Thursday, December 30, 2010
Cats, kittens, and why I've never regretted paying a lot of money to keep mine alive (Part I)
A mere 10 weeks ago, Oscar and I were sure that we would never spend a lot of money to save an animal's life. We'd talked about it occasionally and agreed that, as much as we love our cats and any other animals we've had in the past, we'd rather have the animal put out of its suffering than pay thousands of dollars simply to add a few years to its life. We figured we'd miss them, but that we'd simply get a new cat or dog and have all kinds of fun adventures with them. And since animals, especially indoor only cats, don't generally need extensive medical care until they're getting close to the end of their lives, it didn't make sense to throw a lot of money towards prolonging their old age. I remember saying "I love my cats, but I'm sure I could love a new one just as easily. Why waste money extending our cat's life when we could put it out of its misery and give a poor shelter cat a new home?" In my mind it was at least as merciful to give a stray cat a home as to save a dying one, so why not go with the cheaper option.
And then it happened. To our complete astonishment we were faced with either paying for an expensive surgery for our 16 month old cat, or letting him die after enduring considerable pain. We'd hoped that the vet would be able to fix the problem without surgery since we knew that surgery could cost many thousands of dollars. But based on what we'd ascertained from our research, we knew deep down that ours was the worst case scenario and would not be fixable without it. And since we'd previously been so firm in our resolve to not pay for surgery, we simply accepted that our beloved kitty was going to die.
The weight of that realization hit me just before we took him to the vet, and as it did I held my sweet cat to my chest and wept profusely into his fur. I was overwhelmed by emotions that were completely foreign to me. I'd never known what it was like to have a pet die, and my heart ached to think of losing him. I did everything to hold my composure for the few minutes we were at the animal hospital before the vet took him to the back room, but once we were back home I started crying hysterically. My husband put his arms around me, and it wasn't long before he too began crying.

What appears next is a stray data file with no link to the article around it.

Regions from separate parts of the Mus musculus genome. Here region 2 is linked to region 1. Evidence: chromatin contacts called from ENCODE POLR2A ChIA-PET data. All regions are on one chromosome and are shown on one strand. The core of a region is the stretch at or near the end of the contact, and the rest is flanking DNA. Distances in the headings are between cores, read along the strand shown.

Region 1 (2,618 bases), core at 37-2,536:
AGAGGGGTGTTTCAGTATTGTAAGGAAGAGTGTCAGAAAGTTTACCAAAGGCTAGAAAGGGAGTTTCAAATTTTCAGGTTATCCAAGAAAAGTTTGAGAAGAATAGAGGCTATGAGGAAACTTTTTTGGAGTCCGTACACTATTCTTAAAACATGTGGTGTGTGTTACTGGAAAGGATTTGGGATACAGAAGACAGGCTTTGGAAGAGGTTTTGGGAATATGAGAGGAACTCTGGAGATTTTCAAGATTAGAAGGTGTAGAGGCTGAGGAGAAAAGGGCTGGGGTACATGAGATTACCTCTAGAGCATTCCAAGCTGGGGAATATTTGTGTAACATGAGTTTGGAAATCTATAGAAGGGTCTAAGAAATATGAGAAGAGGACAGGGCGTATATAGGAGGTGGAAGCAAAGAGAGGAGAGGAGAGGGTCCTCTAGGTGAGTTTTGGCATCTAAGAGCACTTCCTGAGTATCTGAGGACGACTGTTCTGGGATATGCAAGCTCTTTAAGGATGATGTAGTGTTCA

For about 20 minutes we held each other, each describing why our cat was so wonderful and how much he didn't deserve this to happen. I remember saying "why did this happen to my sweet kitty? He's been the greatest joy and given so much to us that it just isn't fair to have his life last so short and end in this horrible way." Oscar expressed similar sentiments, and pretty soon we knew what needed to be done.
Though we hadn't even discussed the idea of actually paying for surgery, my husband turned to me and said "I'd be willing to pay whatever it takes to keep him alive." We didn't need to discuss the money issues we were going through, we didn't need to discuss the risk that we might have to pay for surgery and still have our kitty die, and we certainly didn't need to discuss the idea of simply putting him to sleep and getting a brand new kitten. In that moment we knew that our cat deserved a chance for a full life whatever the risks and costs might be, and we were eager for the vet to start helping him as soon as possible.
Before I explain what ultimately brought us to this decision, I'm delighted to announce that the surgery went perfectly and that my cat is completely recovered. He's his adorable little self again and has in so many ways made his surgery worth every penny we spent. In spite of the large dip in our bank account, I've never once regretted our decision to save Nibbler. He truly is a fantastic cat who has given us lots of love and hours of entertainment, and this post is dedicated to him and to my 2 other cats for all the happiness they give to us.
I have several friends who post constantly about their children - the joy that's come into their lives and the fun they get from watching them learn, grow, and figure out who they are. I'm sure I will do the same whenever I have children, but in the meantime I think my cats deserve a little recognition for how much love, fun, and delight they bring into our home. I believe that learning to love our cats so dearly has made us better people and increased our capacity to love others simply for who they are. And I'm grateful everyday that all I need to do is look at one of them, caress their fur, or think about something funny they did, and before I know it I'm smiling contentedly.
I've already done a couple of posts about our cats. I'm not really interested in cats. I'd rather have a dog tells how Oscar really wanted a dog and I really wanted a cat, Fry and Leela - Our Kittens and Fry and Leela - the Kitten Months are about getting our first two cats and their kitten habits, and Nibbler tells about Nibbler joining the household. I may end up repeating a little bit of what's already in those posts, but mostly I want to talk about their different traits and what makes them unique as individuals.
Though this started out as me simply wanting to publicly thank the Animal Hospital at Murphy's Corner for saving my kitty, it ended up turning into many months work of blogging about all of my cats. Since I'm sure not all of you readers are interested in reading the whole thing, I've split the monstrous post up into 7 smaller posts. If you simply want to know how Nibbler's sickness and surgery turned out, go immediately to Nibbler's Illness, Surgery, and Recovery (Part VII). If you want to know more why Nibbler is so fantastic that we decided he was literally worth his weight in gold (though we only ended up paying his weight in silver :-)), go to Nibbler (Part V). And if you're a huge cat lover, or you're just really bored and want to read all about my feline experiences, proceed on to Getting Our First Kittens (Part II).